Robert S. Blauvelt
Robert S. Blauvelt, one of the most scientific marine engineers navigating on fresh or salt water, has been a resident of Buffalo only a short time. He is the son of Cornelius and Lena (Stomler) Blauvelt, and was born in Algonac, Mich., in 1865. His father, a marine engineer of forty years' experience, is still active in the engineering business at Algonac.
The subject of this sketch attended the public schools of his native town until he was twelve years of age, after which he took a business course at the college of Bryant & Stratton. On completing his school education he occupied his boyhood days, usually passed by lads of his age in play, around the engines and machinery of his fathers' tugs in Algonac, and became so imbued with the desire of following up that branch of industry that he went down to Detroit and entered the employ of Samuel F. Hodge in order that he might learn the machinist's trade under the eyes of a master. After thoroughly learning the trade he went to Oscoda, Mich., and shipped as master of the tug Dave and Mose. In the spring of 1883 he purchased an interest in the tug Allie May, and sailed her, towing between Oscoda and Au Sable. He remained ashore during the early months of 1884, but toward the close of the season shipped as assistant engineer on the tug William B. Castle, and in 1885-86 occupied the same position on the steamer James P. Donaldson. During the winters of these years he worked in the shop of the Frontier Iron Works, and while in this employ they built the machinery of the propeller Oconto, afterward sunk in Niagara river; Mr. Blauvelt ran her for about two months after her machinery was placed in position. In the spring of 1887 he was appointed chief engineer on the steamer Sitka, of the Wilson Transit line, and that winter entered the employ of Christy & DeGraf, a well known firm of Detroit. In 1888, upon the invitation of Capt. Alexander McDougall, he went to Duluth, Minn., as superintending engineer, put the machinery into the first steam monitor Colgate Hoyt, and ran her that season. During the winter months he took charge of the engine department of the American Steel Barge Company's plant in Duluth.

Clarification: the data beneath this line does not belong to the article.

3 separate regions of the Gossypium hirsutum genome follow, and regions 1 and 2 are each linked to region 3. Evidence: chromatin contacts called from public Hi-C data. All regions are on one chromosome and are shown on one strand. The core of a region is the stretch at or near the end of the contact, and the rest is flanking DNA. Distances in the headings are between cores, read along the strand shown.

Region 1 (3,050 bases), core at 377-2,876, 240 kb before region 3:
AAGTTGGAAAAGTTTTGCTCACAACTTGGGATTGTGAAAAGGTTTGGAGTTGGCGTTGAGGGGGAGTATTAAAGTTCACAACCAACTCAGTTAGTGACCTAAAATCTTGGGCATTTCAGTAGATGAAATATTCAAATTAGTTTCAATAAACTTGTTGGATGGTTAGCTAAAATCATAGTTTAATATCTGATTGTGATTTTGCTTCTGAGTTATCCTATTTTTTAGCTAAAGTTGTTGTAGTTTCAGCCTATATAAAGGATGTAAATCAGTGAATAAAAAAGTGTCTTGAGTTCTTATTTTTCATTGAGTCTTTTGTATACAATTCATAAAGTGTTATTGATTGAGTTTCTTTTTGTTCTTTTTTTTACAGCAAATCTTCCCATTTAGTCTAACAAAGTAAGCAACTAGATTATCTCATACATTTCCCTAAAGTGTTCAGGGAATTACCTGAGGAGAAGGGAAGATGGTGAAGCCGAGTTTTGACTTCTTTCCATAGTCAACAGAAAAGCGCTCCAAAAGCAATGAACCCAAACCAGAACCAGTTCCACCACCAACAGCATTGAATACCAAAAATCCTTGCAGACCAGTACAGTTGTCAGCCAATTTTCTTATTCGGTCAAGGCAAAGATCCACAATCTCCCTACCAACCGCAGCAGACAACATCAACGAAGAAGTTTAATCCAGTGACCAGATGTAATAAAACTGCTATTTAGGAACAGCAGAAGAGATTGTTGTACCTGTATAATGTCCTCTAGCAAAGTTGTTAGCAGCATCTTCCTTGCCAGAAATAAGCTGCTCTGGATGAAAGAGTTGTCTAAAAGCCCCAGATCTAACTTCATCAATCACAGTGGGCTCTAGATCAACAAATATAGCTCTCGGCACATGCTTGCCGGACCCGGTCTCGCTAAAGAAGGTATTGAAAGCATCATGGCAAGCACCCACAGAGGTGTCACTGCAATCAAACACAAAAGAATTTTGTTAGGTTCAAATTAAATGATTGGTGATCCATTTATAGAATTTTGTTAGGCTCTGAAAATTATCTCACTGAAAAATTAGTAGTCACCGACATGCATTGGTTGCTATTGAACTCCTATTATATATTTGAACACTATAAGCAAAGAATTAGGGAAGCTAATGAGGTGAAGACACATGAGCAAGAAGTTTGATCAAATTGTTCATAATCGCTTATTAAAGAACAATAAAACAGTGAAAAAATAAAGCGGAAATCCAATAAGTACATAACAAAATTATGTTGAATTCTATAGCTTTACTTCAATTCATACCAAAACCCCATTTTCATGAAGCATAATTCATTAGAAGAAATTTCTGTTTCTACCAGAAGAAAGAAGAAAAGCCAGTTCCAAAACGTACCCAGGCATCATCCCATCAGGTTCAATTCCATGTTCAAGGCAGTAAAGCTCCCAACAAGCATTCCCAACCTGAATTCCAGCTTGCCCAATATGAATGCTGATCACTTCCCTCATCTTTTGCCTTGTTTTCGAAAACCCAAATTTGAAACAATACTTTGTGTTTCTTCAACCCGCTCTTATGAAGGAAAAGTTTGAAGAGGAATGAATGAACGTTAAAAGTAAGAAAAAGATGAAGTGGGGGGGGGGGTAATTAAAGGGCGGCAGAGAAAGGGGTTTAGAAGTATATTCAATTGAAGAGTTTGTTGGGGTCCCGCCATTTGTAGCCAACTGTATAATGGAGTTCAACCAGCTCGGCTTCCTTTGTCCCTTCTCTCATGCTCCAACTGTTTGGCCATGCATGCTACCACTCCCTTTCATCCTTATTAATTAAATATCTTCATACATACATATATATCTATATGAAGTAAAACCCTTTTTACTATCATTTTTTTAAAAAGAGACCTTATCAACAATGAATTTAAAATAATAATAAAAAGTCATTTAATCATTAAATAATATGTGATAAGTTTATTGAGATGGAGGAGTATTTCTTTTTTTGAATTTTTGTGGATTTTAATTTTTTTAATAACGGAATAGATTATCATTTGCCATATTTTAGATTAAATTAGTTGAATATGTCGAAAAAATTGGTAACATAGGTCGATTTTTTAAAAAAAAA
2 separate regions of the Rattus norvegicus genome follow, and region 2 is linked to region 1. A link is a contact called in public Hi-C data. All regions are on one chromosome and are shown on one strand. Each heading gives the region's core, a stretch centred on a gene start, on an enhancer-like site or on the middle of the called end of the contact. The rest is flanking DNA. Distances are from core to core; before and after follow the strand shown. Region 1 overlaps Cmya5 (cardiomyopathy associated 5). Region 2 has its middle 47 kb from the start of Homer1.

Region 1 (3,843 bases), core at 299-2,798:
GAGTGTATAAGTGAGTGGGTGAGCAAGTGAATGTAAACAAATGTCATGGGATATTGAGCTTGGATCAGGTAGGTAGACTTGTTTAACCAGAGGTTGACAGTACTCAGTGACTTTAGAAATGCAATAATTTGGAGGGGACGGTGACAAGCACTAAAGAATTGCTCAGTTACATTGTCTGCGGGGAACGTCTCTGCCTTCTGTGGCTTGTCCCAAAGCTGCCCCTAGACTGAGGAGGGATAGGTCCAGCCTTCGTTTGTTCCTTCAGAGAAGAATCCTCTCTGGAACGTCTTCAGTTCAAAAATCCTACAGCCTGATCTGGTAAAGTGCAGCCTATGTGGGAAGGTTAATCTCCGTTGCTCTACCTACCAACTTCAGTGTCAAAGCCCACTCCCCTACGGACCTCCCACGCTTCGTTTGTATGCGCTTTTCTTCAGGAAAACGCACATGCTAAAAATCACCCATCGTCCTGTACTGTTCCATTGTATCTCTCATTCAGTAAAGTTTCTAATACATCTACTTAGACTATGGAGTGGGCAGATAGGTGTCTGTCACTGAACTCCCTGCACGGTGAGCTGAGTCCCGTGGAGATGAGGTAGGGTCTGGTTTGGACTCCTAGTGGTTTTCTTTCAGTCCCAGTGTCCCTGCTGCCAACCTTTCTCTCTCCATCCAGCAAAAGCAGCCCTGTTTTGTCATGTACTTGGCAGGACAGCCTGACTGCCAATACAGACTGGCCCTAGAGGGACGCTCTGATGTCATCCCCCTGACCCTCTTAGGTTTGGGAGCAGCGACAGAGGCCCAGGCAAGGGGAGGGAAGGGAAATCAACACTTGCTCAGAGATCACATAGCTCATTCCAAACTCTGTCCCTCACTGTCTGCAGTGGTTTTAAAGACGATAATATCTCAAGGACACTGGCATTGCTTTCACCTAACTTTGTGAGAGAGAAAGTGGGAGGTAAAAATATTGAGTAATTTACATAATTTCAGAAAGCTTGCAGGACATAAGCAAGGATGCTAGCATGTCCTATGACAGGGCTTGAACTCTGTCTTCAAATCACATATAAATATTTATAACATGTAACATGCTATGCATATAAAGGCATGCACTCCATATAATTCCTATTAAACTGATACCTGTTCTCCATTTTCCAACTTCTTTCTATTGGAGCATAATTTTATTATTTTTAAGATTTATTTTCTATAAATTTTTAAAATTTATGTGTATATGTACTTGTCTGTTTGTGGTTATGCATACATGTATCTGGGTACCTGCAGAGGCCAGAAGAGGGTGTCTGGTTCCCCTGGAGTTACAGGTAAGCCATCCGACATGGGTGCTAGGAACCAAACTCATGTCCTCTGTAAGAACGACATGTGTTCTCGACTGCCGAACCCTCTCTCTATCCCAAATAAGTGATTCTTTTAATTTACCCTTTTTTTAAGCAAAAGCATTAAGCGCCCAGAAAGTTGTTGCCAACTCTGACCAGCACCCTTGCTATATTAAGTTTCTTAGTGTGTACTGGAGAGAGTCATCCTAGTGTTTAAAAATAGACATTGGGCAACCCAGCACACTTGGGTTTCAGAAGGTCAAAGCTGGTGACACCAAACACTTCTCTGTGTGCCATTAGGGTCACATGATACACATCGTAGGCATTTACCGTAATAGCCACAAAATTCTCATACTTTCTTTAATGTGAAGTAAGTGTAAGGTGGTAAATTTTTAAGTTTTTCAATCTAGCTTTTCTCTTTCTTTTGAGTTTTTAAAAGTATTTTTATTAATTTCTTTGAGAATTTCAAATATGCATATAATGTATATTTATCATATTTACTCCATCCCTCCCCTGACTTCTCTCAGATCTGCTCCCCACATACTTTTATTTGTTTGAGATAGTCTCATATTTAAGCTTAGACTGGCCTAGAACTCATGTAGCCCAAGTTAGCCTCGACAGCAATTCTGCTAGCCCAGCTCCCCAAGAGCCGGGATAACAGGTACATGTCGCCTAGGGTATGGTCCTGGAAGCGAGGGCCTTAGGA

In 1889 Mr. Blauvelt also put the machinery into the monitor J. L. Colby, and took her down to Boston by way of the St. Lawrence river, shooting the rapids, and arriving at that seaport with his boat in good condition. She plied for some time between Boston, Baltimore and New York. In August he was recalled to take charge of the machinery of the monitor C. W. Wetmore, which he took down to Philadelphia and around Cape Horn to Everett, on Puget Sound. The success or failure of this passage was commented on very widely, the knowing ones asserting that she was not seaworthy, and that she would never be heard from again. She left Philadelphia September 19, 1889, making good weather on the passage around the Horn, and good speed until she encountered a terrific storm off the Columbia river, in Oregon, the velocity of the wind being reported by the officers of the weather bureau to be 103 miles per hour. Here the monitor lost her rudder plates, but rode out the storm while in a helpless condition. The steamer Zambesa, passing, gave them a line and towed the boat to Astoria, at the mouth of the Columbia river, where the rudder was repaired. She then proceeded on her way to Everett, arriving there December 6, 1889.
On March 7, 1890, he left the Wetmore and returned to West Superior, to which city the American Steel Barge Company's plant had been removed, and again took charge of the engine department as superintending engineer. During the time he held this office he put the machinery into the monitors Pathfinder, Pillsbury, Washburn, Thomas Wilson, James B. Colgate, Samuel Mather, E. B. Bartlett, A. D. Thompson and Christopher Columbus, and brought them out on trial trips.
In 1893-94 our subject remained on the Christopher Columbus, taking her to Chicago, and engineering her in the passenger and excursion business during the World's fair, for which purpose she had been admirably constructed. She also plied between Chicago and Milwaukee. In the fall of 1894 he tendered his resignation to the Steel Barge Comany, and returned to the Pacific coast to place the electric plant and machinery in the steamer City of Everett, which he ran in the passenger and freight business in connection with the Panama Railroad Company. He remained on her through the season of 1895, plying between San Francisco and Panama. In the spring of 1896 Mr. Blauvelt removed to Buffalo, and was appointed chief engineer of the steel steamer Centurion, of 3,402 tons burden, owned by the Hopkins Steamship Company. He laid her up in Buffalo harbor at the close of navigation, and during the winter of 1896-97, he was appointed chief engineer of the steamship North Land, of the Northern Steamship Company, and finished the running season. In 1898 he retired from sea life, and accepted a position with the American Sugar Refining Company, of New York. He was fifteen issues of engineer's license, which include license for ocean-going steamers, and three issues of pilot license.
In June, 1895, Mr. Blauvelt was wedded to Miss Minona Lewis, of Springfield, Maine, the ceremony being performed in Seattle, Wash. Two children, Althea Minona and Roberta Victoria, have been born to this union.
Return to Home Port
This version of Volume II is based, with permission, on the work of the great volunteers at the Marine Captains Biographies site. To them goes the credit for reorganizing the content into some coherent order. The biographies in the original volume are in essentially random order.
Some of the transcription work was also done by Brendon Baillod, who maintains an excellent guide to Great Lakes Shipwreck Research.